By Kim Perkins
Skaters negotiate a puddle at the start of the 2010 Race on the Bace in Los Alamitos, CA.
If you don't mind getting wet, skating in the rain can be buckets of fun. But don't expect to set a new speed record or zip around corners with your usual dazzle.
Wet pavement provides less traction. And that means slower speeds and less control. So when it's wet outside, lower your expectations and skate more cautiously ... or rain may not be the only thing falling.
Most skaters know to avoid painted patches of pavement in the rain, and to use grippier (softer) wheels. But here are a few other things you can do to avoid "slip-sliding away."
1.) Keep your feet under you.
That sliding feeling happens when your feet get too far away from your body at the end of your stroke. Shorten your stroke to maximize friction.
2.) Use the double push.
It doesn't have to be perfect or a full out "Chad." You'll find that even a little under push can help compensate for your rain-shortened regular push.
3.) Strenghten your adductors.
Rain skating uses slightly different muscles than dry skating, putting more of a strain on your adductors. To toughen them up, do some duck walking in your skates (walking with your toes pointed outward) or step up your gym routine.
4.) Use more caution on turns.
The rule here is the same whether your driving or skating in the rain: Take the corners more gradually and at lower speeds. Remember: Everyone goes slower in the rain. Not just you.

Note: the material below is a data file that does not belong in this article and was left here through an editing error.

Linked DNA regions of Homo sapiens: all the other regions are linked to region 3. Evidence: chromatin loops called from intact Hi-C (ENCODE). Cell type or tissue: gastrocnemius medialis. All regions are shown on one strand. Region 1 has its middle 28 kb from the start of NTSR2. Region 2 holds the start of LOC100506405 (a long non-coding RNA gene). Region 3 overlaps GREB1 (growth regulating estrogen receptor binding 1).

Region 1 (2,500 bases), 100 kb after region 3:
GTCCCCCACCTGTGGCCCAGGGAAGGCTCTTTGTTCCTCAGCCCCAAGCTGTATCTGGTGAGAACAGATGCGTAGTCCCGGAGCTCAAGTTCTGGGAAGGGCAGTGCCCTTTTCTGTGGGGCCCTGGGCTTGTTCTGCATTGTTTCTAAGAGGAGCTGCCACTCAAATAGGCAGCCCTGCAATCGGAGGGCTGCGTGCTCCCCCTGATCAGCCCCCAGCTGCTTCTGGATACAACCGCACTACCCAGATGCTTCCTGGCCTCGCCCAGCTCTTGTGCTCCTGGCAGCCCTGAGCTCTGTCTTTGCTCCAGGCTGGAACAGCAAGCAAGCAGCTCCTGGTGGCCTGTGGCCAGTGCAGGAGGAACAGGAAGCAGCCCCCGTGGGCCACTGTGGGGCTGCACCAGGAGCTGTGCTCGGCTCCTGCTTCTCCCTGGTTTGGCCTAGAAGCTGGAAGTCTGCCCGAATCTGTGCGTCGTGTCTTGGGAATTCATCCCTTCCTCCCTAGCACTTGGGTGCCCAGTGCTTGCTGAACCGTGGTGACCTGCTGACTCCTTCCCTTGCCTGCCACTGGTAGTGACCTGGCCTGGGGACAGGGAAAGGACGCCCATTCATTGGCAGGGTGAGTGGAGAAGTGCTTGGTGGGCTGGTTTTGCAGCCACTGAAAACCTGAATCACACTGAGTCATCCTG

5.) Give yourself more time to stop.
No matter what kind of braking method you use (heel brake, t-stop, etc.), it's going to take longer to stop on slippery pavement. So plan accordingly!
6.) Use protection.
If you are worried about wet feet or skates, buy a pair of boot covers, like the one's made by Ezeefit. They'll keep your precious equipment dry.
7.) Clean your bearings.
If you plan to use your bearings again, clean them promptly after skating on wet pavement. Otherwise, they'll rust ... unless they are ceramic or sealed bearings packed with engine grease.
8.) Use a little more protection.
Since falling is more likely on wet pavement, consider wearing some extra protective gear. Maybe some knee or elbow pads ... or even some crash pads. It's better to be safe than broken!
Oct. 20, 2006
Kim Perkins has plenty of experience with wet-weather skating. She trained for years in rainy Northern California and won the wet Athens to Atlanta Road Skate in 2004 to notch her third consecutive a2a victory. After retiring from racing in 2005, she moved to Southern California to pursue a master's degree in psychology at Claremont University.
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